Electroplating, Electrochemistry and Electronics - The 15th William Blum Lecture - Part 1
This article is the first of four parts of a re-publication of the 15th William Blum Lecture, presented at the 61st AES Annual Convention in Chicago, Illinois, on June 17, 1974. Dr. George Dubpernell reviews the history and extent of commercial plating, then delves into the electrochemical science, including potentials, overvoltage and connections to electronics.
#electronics #research #plating
Recipient of the 1973 William Blum
AES Scientific Achievement Award
Editor’s Note: Originally published as Plating & Surface Finishing, 62 (4), 327-334 (1975), this article is the first of four parts of a re-publication of the 15th William Blum Lecture, presented at the 61st AES Annual Convention in Chicago, Illinois, on June 17, 1974. A printable PDF version of Part 1 is available by clicking HERE. The printable PDF version of the complete 44-page paper is available HERE.
A brief review is given of the history of the electrodeposition of metals and of the formation of the American Electroplaters' Society. The extent of the commercial plating of different metals is discussed. A new point of view is given on the nature of electrode potentials, including some new experimental data and examples of the place of hydrogen overvoltage in metal deposition. It appears that "overvoltage" is probably an electronic property of the surface of the electrode, and may be intimately related to the "surface states" commonly postulated in electronics. If the suggested relationship is correct, overvoltage measurement may possibly provide a new tool for electronic studies of metal and probably also semiconductor surfaces. Some of the relatively close relationships which exist between electroplating, electrochemistry and electronics are pointed out.
Electroplating had its beginnings in 1800, as soon as Volta announced the discovery of the voltaic pile, or primary battery, as a source of power.1,2 Thus, plating was a battery powered industry for almost a century, and it was not until around 1880-1900 that direct current generators took over the major portion of the power supply. Following the introduction of commercial nickel plating in 1869-1870,3 it was not long before dynamo electric machines started to be used on a small scale.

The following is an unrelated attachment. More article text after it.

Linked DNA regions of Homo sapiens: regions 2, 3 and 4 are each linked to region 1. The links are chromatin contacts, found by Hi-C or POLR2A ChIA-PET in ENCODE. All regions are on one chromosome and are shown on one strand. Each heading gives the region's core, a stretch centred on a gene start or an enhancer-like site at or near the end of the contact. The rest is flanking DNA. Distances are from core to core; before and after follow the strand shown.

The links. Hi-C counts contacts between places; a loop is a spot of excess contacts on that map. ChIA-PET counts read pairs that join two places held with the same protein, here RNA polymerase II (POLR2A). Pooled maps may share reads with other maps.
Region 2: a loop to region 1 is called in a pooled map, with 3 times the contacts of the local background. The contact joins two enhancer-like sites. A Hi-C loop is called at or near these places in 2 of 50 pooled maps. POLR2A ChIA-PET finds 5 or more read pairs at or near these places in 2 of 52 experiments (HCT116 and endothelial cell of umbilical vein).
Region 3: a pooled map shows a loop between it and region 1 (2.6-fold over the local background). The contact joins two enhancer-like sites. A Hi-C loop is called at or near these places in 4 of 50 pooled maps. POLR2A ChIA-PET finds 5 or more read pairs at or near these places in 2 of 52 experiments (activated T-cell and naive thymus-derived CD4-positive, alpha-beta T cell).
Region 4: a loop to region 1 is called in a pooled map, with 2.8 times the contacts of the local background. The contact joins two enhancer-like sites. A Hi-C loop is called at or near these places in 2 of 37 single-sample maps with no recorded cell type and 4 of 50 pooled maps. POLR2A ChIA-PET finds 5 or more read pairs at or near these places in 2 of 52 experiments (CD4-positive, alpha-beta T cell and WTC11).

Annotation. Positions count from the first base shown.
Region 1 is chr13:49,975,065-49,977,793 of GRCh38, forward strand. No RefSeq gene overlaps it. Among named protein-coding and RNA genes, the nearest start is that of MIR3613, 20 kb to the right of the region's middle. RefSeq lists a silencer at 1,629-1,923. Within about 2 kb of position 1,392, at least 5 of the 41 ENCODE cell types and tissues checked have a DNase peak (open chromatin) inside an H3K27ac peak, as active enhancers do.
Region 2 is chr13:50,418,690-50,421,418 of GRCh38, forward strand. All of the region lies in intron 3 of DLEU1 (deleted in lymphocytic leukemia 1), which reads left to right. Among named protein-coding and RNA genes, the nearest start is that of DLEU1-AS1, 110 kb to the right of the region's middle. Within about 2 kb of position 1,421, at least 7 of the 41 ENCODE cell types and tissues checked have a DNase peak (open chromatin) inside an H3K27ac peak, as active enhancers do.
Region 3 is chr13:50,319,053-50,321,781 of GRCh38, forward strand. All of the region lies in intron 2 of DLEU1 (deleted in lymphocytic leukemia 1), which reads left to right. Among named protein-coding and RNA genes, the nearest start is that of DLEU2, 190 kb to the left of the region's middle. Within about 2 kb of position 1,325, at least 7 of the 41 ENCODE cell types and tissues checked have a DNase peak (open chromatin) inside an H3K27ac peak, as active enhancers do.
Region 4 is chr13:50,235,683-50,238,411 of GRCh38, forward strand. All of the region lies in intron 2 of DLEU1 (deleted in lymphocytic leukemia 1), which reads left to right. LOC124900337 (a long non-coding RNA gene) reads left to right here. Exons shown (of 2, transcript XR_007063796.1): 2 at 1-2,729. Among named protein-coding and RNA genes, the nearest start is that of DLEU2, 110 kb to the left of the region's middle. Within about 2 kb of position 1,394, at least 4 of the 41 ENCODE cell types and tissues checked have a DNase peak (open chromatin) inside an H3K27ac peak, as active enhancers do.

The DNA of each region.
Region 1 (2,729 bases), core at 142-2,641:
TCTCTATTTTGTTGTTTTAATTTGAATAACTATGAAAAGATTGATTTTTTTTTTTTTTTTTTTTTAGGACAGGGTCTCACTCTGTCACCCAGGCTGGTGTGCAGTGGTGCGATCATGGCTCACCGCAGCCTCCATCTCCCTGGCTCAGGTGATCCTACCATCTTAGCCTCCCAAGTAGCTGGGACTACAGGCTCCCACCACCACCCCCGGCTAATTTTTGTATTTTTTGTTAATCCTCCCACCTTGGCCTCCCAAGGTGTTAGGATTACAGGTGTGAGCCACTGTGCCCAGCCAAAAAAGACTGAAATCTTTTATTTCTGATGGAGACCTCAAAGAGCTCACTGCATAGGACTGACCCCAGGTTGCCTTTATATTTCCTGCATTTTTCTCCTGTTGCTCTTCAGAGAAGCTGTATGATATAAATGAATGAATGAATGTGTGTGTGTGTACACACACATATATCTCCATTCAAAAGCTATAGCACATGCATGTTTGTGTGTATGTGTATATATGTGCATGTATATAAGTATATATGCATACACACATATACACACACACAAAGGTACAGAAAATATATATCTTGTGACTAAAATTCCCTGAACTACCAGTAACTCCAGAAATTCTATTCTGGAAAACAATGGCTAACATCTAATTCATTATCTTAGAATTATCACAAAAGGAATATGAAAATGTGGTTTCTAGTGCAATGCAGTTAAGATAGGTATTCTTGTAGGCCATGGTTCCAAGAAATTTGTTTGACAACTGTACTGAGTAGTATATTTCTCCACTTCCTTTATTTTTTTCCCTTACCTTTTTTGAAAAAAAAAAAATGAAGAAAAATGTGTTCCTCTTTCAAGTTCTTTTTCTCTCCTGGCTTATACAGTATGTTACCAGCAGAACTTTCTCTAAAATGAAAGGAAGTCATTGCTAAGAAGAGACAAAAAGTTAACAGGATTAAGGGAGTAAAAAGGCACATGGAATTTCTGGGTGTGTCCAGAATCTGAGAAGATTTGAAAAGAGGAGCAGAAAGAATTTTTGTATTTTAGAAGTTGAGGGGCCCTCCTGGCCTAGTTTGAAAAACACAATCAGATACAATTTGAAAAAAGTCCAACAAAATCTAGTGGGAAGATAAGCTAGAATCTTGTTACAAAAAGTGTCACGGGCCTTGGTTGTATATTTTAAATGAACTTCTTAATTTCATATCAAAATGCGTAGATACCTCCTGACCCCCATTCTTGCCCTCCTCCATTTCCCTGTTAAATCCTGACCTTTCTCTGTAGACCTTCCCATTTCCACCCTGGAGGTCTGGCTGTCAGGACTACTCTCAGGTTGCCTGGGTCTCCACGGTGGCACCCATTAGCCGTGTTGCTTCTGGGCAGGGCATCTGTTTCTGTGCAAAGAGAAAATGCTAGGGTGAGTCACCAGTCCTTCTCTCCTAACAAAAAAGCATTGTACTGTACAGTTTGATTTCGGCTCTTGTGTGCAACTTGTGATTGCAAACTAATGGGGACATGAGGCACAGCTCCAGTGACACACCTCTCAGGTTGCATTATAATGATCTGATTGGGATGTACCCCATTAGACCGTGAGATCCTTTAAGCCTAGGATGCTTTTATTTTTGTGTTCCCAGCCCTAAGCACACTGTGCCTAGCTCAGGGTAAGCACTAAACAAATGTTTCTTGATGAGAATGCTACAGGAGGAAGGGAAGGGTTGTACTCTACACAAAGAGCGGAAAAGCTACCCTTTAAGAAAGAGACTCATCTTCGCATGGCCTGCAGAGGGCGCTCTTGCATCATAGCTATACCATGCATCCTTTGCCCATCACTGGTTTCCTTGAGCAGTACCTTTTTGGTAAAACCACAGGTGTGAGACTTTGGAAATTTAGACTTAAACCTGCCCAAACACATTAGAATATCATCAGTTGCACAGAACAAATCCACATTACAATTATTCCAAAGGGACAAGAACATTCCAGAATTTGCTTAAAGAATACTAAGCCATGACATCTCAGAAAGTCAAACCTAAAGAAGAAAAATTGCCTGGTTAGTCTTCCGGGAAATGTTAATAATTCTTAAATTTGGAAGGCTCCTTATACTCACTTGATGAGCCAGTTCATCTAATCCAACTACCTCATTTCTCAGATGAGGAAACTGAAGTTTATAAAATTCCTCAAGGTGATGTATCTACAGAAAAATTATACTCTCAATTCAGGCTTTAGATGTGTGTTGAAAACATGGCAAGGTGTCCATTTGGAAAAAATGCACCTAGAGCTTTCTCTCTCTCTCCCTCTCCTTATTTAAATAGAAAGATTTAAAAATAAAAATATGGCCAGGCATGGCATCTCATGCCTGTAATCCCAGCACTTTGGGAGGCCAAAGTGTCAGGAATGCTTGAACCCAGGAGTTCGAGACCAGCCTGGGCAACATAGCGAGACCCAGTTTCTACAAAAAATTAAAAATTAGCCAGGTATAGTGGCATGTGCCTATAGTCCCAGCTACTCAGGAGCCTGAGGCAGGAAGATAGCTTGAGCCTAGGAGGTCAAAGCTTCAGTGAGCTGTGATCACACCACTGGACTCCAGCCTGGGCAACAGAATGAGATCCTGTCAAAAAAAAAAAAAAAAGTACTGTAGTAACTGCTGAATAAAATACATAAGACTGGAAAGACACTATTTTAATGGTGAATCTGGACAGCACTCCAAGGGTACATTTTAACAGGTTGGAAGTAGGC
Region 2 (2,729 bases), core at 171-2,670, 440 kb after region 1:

Edward Weston was quick to seize this opportunity and to fill the need, particularly since he failed to break the patent monopoly on nickel.3 Abraham Van Winkle was one of his backers.4 Thus, the 1876 catalog of Condit, Hanson and Van Winkle featured the Weston Dynamo-Electric Machine in four sizes. The names of over 30 purchasers of the machines were listed, and in just a few years these numbered in the hundreds.
A Metal Polishers Union was formed in 1880 by Charles Ernest of the Michigan Stove Company, with Local No. 1 in Detroit, Michigan.5 This union was at first part of the Knights of Labor, but in 1889 became affiliated with the American Federation of Labor, and later on, probably in the 1930s, also with the C.I.O. It published a monthly Metal Polishers Journal beginning in 1890, and this magazine continues right down to the present under the title Metal Polisher, Buffer and Plater. However, this journal is confined almost entirely to union matters, with only an occasional technical article, generally a reprint from other sources.
The American Electroplaters' Society was formed by Charles H. Proctor and others to meet the needs of foreman platers for more knowledge of chemistry and electrochemistry. Mr. Proctor presented a paper on the electrodeposition of brass in 1907 at the first convention of the newly formed American Brass Founders' Association, a splinter organization of the American Foundrymen's Association, and suggested the formation of another sub-group, a Platers and Polishers Association.6 This suggestion was favorably received, but Mr. Proctor decided that it would be better to form an entirely independent organization, which he succeeded in doing in March and April, 1909, the National Electro-Platers' Association of the United States and Canada (NEPA).7
The American Foundrymen's Association dropped its activities directed to the formation of a platers sub-group as soon as the NEPA was successfully launched. The NEPA was converted to the American Electroplaters' Society as of June 1, 1913.8
The newly-formed National Electro-Platers' Association (NEPA) divorced itself completely from the Metal Polishers Union.9 The 30,000 member union tried to discourage the growth and activities of the new Society for several years, but the Society adhered firmly to its educational goals and maintained its separate existence. This situation explains why the early lists of Branch officers included a sergeant-at-arms who was posted at the door of the meeting place and checked to see that only bona fide members entered.
Another pre-AES publication was a little supply house magazine called The Plate and published monthly from January, 1909, to October, 1909, by the Dow Chemical Mfg. Co. of Mansfield, Ohio, unrelated to the Dow Chemical Mfg. Company of Midland, Michigan. This little magazine was edited to a considerable extent by Herbert J. Hawkins, but seems to have been discontinued when it became apparent that the new NEPA would soon be publishing a journal, something which actually came to pass about a year later, in the fall of 1910.
The Periodic Chart
A long-period chart of the elements, most suited for use in electroplating studies is reproduced here (Fig. 1) with the most recent changes and additions included. When this chart was first published by the writer in 1946,10 he had been using it regularly from 1926 on. In the meantime, similar charts were published by Ellingham11,12 and Blum.13 In discussing the writer's chart, Dr. Blum was kind enough to call it "the plater's road map," which indeed it is.